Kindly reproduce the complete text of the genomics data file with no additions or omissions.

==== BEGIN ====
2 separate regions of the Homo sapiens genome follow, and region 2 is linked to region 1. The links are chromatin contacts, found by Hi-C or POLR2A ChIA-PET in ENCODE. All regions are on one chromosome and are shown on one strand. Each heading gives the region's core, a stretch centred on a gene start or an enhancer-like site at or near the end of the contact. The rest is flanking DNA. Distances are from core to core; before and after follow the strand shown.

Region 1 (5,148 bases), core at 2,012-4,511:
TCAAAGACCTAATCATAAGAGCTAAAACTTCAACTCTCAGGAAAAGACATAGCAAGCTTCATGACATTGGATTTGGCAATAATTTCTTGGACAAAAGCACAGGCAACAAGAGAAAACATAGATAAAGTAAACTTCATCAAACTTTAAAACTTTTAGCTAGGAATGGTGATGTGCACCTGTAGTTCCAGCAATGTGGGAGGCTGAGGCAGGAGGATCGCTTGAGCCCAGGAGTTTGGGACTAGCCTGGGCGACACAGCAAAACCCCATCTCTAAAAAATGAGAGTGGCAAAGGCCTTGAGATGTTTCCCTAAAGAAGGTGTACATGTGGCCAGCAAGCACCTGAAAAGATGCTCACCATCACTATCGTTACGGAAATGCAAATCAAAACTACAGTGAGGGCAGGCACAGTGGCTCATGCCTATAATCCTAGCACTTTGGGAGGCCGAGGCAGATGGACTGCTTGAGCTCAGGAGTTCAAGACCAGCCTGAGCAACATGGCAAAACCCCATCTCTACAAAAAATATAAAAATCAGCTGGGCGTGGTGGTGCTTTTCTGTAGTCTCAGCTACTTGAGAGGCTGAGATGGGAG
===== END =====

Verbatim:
2 separate regions of the Homo sapiens genome follow, and region 2 is linked to region 1. The links are chromatin contacts, found by Hi-C or POLR2A ChIA-PET in ENCODE. All regions are on one chromosome and are shown on one strand. Each heading gives the region's core, a stretch centred on a gene start or an enhancer-like site at or near the end of the contact. The rest is flanking DNA. Distances are from core to core; before and after follow the strand shown.

Region 1 (5,148 bases), core at 2,012-4,511:
TCAAAGACCTAATCATAAGAGCTAAAACTTCAACTCTCAGGAAAAGACATAGCAAGCTTCATGACATTGGATTTGGCAATAATTTCTTGGACAAAAGCACAGGCAACAAGAGAAAACATAGATAAAGTAAACTTCATCAAACTTTAAAACTTTTAGCTAGGAATGGTGATGTGCACCTGTAGTTCCAGCAATGTGGGAGGCTGAGGCAGGAGGATCGCTTGAGCCCAGGAGTTTGGGACTAGCCTGGGCGACACAGCAAAACCCCATCTCTAAAAAATGAGAGTGGCAAAGGCCTTGAGATGTTTCCCTAAAGAAGGTGTACATGTGGCCAGCAAGCACCTGAAAAGATGCTCACCATCACTATCGTTACGGAAATGCAAATCAAAACTACAGTGAGGGCAGGCACAGTGGCTCATGCCTATAATCCTAGCACTTTGGGAGGCCGAGGCAGATGGACTGCTTGAGCTCAGGAGTTCAAGACCAGCCTGAGCAACATGGCAAAACCCCATCTCTACAAAAAATATAAAAATCAGCTGGGCGTGGTGGTGCTTTTCTGTAGTCTCAGCTACTTGAGAGGCTGAGATGGGAG